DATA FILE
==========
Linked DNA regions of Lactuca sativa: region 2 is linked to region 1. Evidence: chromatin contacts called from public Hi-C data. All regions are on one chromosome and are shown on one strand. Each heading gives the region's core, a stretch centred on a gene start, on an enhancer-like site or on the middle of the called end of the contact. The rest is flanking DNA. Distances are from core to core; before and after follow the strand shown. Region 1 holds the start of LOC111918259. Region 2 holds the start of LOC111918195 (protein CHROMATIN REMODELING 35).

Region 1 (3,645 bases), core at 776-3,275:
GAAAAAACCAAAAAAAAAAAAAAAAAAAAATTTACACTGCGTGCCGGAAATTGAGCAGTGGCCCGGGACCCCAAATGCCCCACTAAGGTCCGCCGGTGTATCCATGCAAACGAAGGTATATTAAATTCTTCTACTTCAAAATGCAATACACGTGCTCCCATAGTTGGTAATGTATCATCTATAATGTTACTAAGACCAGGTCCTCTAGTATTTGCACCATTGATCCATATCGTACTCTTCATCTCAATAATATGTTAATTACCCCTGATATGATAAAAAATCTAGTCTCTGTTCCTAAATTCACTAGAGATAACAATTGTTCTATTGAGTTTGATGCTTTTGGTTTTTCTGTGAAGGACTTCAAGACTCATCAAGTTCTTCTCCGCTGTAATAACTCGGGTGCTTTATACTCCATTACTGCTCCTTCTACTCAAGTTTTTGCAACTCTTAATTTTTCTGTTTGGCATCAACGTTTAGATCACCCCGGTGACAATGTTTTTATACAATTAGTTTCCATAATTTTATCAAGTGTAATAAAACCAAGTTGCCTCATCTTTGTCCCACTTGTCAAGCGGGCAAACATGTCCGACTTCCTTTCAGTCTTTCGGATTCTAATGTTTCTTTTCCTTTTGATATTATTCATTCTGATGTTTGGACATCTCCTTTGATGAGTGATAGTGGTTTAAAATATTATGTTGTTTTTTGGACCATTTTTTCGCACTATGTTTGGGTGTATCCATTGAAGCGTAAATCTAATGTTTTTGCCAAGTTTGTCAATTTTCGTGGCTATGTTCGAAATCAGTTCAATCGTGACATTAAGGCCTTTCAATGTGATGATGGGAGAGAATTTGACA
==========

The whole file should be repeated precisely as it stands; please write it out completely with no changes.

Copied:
Linked DNA regions of Lactuca sativa: region 2 is linked to region 1. Evidence: chromatin contacts called from public Hi-C data. All regions are on one chromosome and are shown on one strand. Each heading gives the region's core, a stretch centred on a gene start, on an enhancer-like site or on the middle of the called end of the contact. The rest is flanking DNA. Distances are from core to core; before and after follow the strand shown. Region 1 holds the start of LOC111918259. Region 2 holds the start of LOC111918195 (protein CHROMATIN REMODELING 35).

Region 1 (3,645 bases), core at 776-3,275:
GAAAAAACCAAAAAAAAAAAAAAAAAAAAATTTACACTGCGTGCCGGAAATTGAGCAGTGGCCCGGGACCCCAAATGCCCCACTAAGGTCCGCCGGTGTATCCATGCAAACGAAGGTATATTAAATTCTTCTACTTCAAAATGCAATACACGTGCTCCCATAGTTGGTAATGTATCATCTATAATGTTACTAAGACCAGGTCCTCTAGTATTTGCACCATTGATCCATATCGTACTCTTCATCTCAATAATATGTTAATTACCCCTGATATGATAAAAAATCTAGTCTCTGTTCCTAAATTCACTAGAGATAACAATTGTTCTATTGAGTTTGATGCTTTTGGTTTTTCTGTGAAGGACTTCAAGACTCATCAAGTTCTTCTCCGCTGTAATAACTCGGGTGCTTTATACTCCATTACTGCTCCTTCTACTCAAGTTTTTGCAACTCTTAATTTTTCTGTTTGGCATCAACGTTTAGATCACCCCGGTGACAATGTTTTTATACAATTAGTTTCCATAATTTTATCAAGTGTAATAAAACCAAGTTGCCTCATCTTTGTCCCACTTGTCAAGCGGGCAAACATGTCCGACTTCCTTTCAGTCTTTCGGATTCTAATGTTTCTTTTCCTTTTGATATTATTCATTCTGATGTTTGGACATCTCCTTTGATGAGTGATAGTGGTTTAAAATATTATGTTGTTTTTTGGACCATTTTTTCGCACTATGTTTGGGTGTATCCATTGAAGCGTAAATCTAATGTTTTTGCCAAGTTTGTCAATTTTCGTGGCTATGTTCGAAATCAGTTCAATCGTGACATTAAGGCCTTTCAATGTGATGATGGGAGAGAATTTGACA